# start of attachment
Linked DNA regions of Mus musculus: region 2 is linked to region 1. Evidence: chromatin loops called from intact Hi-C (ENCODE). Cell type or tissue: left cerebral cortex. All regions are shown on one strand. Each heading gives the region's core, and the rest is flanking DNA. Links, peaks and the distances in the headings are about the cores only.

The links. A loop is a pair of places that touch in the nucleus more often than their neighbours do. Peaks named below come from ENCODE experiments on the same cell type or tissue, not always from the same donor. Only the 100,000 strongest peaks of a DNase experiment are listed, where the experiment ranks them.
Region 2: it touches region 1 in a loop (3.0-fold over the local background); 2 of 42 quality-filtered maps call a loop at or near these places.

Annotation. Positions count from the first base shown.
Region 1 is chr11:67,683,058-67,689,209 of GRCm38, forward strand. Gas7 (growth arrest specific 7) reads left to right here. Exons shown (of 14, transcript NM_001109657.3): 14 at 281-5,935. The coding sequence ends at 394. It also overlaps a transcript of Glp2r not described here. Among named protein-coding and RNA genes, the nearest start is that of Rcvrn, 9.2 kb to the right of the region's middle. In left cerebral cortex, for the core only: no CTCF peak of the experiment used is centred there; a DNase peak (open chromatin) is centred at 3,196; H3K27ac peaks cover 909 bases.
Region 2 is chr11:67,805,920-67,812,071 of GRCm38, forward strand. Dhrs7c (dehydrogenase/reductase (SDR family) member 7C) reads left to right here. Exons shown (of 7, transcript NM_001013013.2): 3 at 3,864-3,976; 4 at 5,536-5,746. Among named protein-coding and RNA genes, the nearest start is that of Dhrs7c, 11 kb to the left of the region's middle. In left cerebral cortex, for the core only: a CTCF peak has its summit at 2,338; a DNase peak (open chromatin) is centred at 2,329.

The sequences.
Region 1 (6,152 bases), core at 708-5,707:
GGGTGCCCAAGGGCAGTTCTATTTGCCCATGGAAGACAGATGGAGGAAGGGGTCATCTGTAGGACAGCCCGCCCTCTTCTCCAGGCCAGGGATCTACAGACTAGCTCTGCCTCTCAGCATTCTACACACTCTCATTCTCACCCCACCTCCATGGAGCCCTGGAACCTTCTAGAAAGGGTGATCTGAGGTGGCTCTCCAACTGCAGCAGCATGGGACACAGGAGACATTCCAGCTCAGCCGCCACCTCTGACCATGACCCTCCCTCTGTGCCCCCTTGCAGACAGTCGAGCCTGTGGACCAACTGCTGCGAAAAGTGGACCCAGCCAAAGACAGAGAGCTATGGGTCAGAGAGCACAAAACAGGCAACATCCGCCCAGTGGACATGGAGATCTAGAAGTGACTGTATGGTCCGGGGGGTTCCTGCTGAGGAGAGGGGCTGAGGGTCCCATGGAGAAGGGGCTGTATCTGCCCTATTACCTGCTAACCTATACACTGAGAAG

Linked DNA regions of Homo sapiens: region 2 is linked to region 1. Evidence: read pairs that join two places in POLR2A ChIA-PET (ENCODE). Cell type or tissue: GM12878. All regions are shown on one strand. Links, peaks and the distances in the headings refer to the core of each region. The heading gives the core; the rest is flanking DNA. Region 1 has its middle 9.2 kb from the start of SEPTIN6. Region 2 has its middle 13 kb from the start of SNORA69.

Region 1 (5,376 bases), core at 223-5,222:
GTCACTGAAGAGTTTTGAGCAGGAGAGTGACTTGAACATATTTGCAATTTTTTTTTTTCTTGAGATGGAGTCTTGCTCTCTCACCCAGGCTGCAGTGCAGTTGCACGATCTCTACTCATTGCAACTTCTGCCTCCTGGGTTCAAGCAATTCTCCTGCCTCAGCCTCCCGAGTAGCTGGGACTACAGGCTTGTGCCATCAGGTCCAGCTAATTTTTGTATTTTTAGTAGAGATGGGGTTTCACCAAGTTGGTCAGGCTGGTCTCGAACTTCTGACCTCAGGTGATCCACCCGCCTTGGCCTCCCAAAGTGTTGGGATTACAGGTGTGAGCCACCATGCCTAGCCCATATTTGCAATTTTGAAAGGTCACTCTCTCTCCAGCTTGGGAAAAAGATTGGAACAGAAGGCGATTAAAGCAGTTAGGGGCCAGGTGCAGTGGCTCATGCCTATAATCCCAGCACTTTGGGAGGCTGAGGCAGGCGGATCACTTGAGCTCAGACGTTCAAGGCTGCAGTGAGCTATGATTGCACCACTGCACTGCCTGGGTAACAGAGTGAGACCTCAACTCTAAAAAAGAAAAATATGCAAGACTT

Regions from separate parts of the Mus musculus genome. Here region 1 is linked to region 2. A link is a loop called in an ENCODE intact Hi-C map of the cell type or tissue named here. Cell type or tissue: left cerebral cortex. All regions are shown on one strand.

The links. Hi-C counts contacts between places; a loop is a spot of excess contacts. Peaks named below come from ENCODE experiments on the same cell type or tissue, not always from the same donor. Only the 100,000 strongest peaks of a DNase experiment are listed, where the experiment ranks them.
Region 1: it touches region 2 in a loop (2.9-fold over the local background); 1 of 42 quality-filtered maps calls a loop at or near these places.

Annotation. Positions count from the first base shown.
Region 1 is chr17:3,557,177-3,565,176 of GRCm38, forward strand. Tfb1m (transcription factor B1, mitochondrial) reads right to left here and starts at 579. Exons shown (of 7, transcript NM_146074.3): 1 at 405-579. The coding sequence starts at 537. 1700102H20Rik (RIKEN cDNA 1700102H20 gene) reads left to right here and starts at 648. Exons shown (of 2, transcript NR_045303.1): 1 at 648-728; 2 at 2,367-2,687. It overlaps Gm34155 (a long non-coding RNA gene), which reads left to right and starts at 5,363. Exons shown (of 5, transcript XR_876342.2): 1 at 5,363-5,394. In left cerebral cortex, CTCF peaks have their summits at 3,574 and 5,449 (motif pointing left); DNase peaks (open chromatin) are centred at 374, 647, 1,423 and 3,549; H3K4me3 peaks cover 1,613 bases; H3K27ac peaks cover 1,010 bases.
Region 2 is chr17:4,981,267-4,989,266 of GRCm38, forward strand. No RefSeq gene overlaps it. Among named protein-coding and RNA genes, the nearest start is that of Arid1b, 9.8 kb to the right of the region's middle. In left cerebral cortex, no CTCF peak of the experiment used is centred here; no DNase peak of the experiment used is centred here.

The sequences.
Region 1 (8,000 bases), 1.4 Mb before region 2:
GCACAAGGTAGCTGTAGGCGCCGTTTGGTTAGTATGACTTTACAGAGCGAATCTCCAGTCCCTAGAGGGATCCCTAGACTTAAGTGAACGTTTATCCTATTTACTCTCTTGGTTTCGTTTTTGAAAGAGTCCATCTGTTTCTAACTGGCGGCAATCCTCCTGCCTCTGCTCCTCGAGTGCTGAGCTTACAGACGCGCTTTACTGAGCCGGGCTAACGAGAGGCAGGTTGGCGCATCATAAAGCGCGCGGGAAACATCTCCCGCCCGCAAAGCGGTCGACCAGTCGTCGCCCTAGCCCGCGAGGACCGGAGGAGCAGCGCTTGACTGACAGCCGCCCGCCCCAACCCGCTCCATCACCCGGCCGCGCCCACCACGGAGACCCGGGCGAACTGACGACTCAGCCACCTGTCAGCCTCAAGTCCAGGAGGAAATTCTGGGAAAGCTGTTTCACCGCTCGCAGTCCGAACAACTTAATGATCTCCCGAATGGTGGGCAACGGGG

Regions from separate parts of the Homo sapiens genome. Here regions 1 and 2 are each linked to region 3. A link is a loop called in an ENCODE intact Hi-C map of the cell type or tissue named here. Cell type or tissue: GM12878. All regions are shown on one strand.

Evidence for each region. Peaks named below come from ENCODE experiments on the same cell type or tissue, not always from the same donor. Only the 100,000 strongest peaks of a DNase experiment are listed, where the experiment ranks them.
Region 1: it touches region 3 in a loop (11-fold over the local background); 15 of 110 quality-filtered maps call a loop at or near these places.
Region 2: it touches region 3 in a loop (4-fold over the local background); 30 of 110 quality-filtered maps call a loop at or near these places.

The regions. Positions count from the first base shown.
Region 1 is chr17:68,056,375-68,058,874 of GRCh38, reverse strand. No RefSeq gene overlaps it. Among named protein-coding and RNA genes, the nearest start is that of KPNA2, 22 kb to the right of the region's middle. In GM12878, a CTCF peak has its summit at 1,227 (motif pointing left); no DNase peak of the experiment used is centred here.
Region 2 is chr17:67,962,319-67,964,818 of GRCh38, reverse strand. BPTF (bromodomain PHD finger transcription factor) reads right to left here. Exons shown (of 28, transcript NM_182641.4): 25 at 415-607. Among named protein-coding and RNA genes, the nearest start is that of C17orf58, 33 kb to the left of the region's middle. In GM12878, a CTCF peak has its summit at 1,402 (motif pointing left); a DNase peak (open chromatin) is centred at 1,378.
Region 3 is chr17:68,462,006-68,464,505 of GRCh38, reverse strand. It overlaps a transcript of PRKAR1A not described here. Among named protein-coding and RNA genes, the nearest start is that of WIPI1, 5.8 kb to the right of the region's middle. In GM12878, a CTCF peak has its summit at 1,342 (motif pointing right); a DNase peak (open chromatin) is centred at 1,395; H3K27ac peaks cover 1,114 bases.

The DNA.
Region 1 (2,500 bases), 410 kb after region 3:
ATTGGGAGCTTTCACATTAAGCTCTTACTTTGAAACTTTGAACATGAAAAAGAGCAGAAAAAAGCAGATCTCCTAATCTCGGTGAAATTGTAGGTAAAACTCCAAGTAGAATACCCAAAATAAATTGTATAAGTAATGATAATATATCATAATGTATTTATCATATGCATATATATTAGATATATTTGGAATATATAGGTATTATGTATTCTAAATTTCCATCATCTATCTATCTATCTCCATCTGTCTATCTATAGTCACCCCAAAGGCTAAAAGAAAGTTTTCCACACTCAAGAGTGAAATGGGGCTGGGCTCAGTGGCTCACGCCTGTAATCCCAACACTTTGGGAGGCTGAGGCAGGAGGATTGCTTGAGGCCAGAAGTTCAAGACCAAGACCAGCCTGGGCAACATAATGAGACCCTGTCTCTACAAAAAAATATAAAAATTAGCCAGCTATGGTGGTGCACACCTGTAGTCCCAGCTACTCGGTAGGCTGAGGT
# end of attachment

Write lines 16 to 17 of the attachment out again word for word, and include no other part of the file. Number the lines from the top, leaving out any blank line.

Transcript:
Annotation. Positions count from the first base shown.
Region 1 is chr17:3,557,177-3,565,176 of GRCm38, forward strand. Tfb1m (transcription factor B1, mitochondrial) reads right to left here and starts at 579. Exons shown (of 7, transcript NM_146074.3): 1 at 405-579. The coding sequence starts at 537. 1700102H20Rik (RIKEN cDNA 1700102H20 gene) reads left to right here and starts at 648. Exons shown (of 2, transcript NR_045303.1): 1 at 648-728; 2 at 2,367-2,687. It overlaps Gm34155 (a long non-coding RNA gene), which reads left to right and starts at 5,363. Exons shown (of 5, transcript XR_876342.2): 1 at 5,363-5,394. In left cerebral cortex, CTCF peaks have their summits at 3,574 and 5,449 (motif pointing left); DNase peaks (open chromatin) are centred at 374, 647, 1,423 and 3,549; H3K4me3 peaks cover 1,613 bases; H3K27ac peaks cover 1,010 bases.